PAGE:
Our study provides detailed analyses of seasonal biomass development during the second field season. Seedling biomass responded positively to cavity volume and N rate but not Cu treatment (Table 3). Across all treatments, the seedling biomass increased twofold from 15 months (March) to 22 months (October) (Table 3). The pattern of seedling biomass allocation to seedling components changed between 15 and 22 months, with increasing allocation to fascicles and stems and decreasing allocation to roots (Table 3). These shifts in allocations were associated with seedlings emerging from the grass stage, which increased from 57% in March to 90% in October. A slightly different biomass allocation pattern among grass-stage seedlings was observed in another longleaf pine study in central Louisiana [20]. Specifically, one year after outplanting, grass-stage seedlings allocated 60%, 10%, and 30% of their seedling biomass to foliage, stems, and root systems, respectively [20]. Both studies show that the emerging seedlings increase their biomass to the stems and decrease their biomass allocation to root systems within the excavated area.

4.6. Root System Morphology

Conifer seedlings cultured in hard-walled cavities exhibited an unnatural root form with most of their primary lateral roots extending vertically along the circumference of the root plug [14,17]. Once outplanted, these seedlings have root egress from the bottom of the root plug [14,20,60]. In longleaf pine, roots that egressed from the plug bottom may be either a taproot, adventitious roots from the air-pruned taproot, or FOLRs [27,42,61], but these roots do not necessarily extend vertically into the soil profile [18,27,61]. In our study, we did not include the vertically extending FOLRs in potential vertical anchorage depth for two reasons. First, these non-geotropic FOLRs are likely to turn horizontally [43,61]. Second, for the Year 2-excavated seedlings, most of FOLRs did not extend into the soil profile as deep as the egressed taproot or the deepest sinker root. Lack of consistent vertical anchorage depth responses to nursery treatments over two excavation dates (Table 5) indicated that vertical anchorage depth maybe impacted by other factors (e.g., poor planting technique that jams the root plug bottom into the bottom of the planting hole or the presence of a hardpan) in addition to nursery treatments. Three years after outplanting, Cu root pruning reduces the number of leaning lodgepole pines [22]. We did not observe any leaning individuals up to eight years in our study. Thus, benefits of greater vertical anchorage depth and root system biomass are yet to be verified among young longleaf pines.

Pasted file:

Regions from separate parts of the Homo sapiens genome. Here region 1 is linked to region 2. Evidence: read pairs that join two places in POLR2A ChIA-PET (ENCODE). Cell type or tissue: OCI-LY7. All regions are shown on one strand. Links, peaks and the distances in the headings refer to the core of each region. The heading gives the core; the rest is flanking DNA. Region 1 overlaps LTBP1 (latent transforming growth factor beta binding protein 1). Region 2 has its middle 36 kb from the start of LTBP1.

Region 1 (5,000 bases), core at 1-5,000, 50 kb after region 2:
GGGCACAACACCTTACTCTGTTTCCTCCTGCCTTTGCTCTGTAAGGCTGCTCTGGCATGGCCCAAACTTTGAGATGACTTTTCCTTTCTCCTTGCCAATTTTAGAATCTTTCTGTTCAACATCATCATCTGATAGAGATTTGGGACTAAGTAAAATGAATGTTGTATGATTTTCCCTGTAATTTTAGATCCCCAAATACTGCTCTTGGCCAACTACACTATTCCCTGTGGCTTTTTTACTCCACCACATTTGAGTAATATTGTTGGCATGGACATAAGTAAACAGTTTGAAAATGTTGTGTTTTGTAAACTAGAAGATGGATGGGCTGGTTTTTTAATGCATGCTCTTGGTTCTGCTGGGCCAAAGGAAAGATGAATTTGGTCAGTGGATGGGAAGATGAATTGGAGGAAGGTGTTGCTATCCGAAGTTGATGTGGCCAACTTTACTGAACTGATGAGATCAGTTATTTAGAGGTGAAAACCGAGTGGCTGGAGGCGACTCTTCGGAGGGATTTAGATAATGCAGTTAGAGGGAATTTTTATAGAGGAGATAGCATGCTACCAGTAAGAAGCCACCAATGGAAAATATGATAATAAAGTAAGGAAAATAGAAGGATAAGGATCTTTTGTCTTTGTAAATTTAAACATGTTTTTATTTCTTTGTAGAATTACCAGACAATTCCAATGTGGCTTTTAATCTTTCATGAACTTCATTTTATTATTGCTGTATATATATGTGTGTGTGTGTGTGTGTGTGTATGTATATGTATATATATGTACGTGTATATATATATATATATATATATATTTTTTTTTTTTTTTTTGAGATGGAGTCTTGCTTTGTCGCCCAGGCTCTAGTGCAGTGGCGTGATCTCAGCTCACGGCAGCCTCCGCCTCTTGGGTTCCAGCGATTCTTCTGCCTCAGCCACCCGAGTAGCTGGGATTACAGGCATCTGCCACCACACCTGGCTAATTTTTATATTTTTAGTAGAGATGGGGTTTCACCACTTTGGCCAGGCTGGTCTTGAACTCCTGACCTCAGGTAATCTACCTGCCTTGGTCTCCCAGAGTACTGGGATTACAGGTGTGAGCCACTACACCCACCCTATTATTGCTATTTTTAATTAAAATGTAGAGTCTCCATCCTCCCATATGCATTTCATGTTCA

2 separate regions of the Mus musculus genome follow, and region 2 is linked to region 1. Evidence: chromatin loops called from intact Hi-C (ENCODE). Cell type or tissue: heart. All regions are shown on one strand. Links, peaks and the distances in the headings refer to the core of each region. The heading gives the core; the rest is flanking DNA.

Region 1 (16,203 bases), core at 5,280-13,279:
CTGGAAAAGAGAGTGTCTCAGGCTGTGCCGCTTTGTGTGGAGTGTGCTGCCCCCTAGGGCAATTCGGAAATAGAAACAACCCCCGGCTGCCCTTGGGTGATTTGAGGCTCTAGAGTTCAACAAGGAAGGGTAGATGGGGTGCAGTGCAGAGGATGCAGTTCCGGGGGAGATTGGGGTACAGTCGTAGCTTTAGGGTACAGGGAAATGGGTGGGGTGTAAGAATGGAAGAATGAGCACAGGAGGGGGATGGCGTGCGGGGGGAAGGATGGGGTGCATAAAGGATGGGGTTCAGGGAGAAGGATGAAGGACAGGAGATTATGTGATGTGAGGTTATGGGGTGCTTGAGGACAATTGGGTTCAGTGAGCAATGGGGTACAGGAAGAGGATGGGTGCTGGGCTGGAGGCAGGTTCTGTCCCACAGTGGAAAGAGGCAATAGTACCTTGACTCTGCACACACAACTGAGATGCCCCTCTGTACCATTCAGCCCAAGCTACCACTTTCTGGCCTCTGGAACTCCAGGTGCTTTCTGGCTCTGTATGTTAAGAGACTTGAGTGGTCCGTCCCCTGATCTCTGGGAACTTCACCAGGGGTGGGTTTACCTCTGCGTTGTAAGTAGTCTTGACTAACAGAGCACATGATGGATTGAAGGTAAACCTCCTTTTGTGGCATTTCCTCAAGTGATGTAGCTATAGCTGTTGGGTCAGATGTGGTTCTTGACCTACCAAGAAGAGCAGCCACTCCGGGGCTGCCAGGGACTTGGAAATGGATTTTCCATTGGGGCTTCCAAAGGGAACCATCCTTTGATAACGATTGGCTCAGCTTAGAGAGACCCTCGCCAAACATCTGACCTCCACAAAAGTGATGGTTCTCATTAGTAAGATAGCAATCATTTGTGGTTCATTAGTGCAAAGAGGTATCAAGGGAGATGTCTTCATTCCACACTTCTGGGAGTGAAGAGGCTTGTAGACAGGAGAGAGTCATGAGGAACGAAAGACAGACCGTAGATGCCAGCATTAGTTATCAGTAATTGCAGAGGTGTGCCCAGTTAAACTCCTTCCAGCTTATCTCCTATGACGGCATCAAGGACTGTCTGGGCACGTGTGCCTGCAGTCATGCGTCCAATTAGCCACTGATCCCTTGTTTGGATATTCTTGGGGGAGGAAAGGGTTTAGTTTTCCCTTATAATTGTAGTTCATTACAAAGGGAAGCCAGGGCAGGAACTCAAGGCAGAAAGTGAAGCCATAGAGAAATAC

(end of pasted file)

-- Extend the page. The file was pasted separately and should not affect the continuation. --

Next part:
Seedlings cultured in 336-mL cavities or fertilized at MN or HN had greater plug root biomass than the rest of the seedlings, whereas, Cu root pruning decreased plug root biomass (Table 6). These opposite treatment effects between increasing cavity volume or N rate and Cu root pruning also existed in plug root biomass allocation (Table 6). Specifically, an increase in cavity volume or N rate increased percent plug root biomass allocation to FOLR and decreased percent allocation to the taproot. The opposite occurred by Cu root pruning. Some studies report that Cu treatment increased root biomass allocation to the taproots and secondary lateral roots of longleaf pine seedlings at the end of nursery production [20,23,24]. Our findings extend observations of nursery treatment effects on seedling root systems up to two years after outplanting.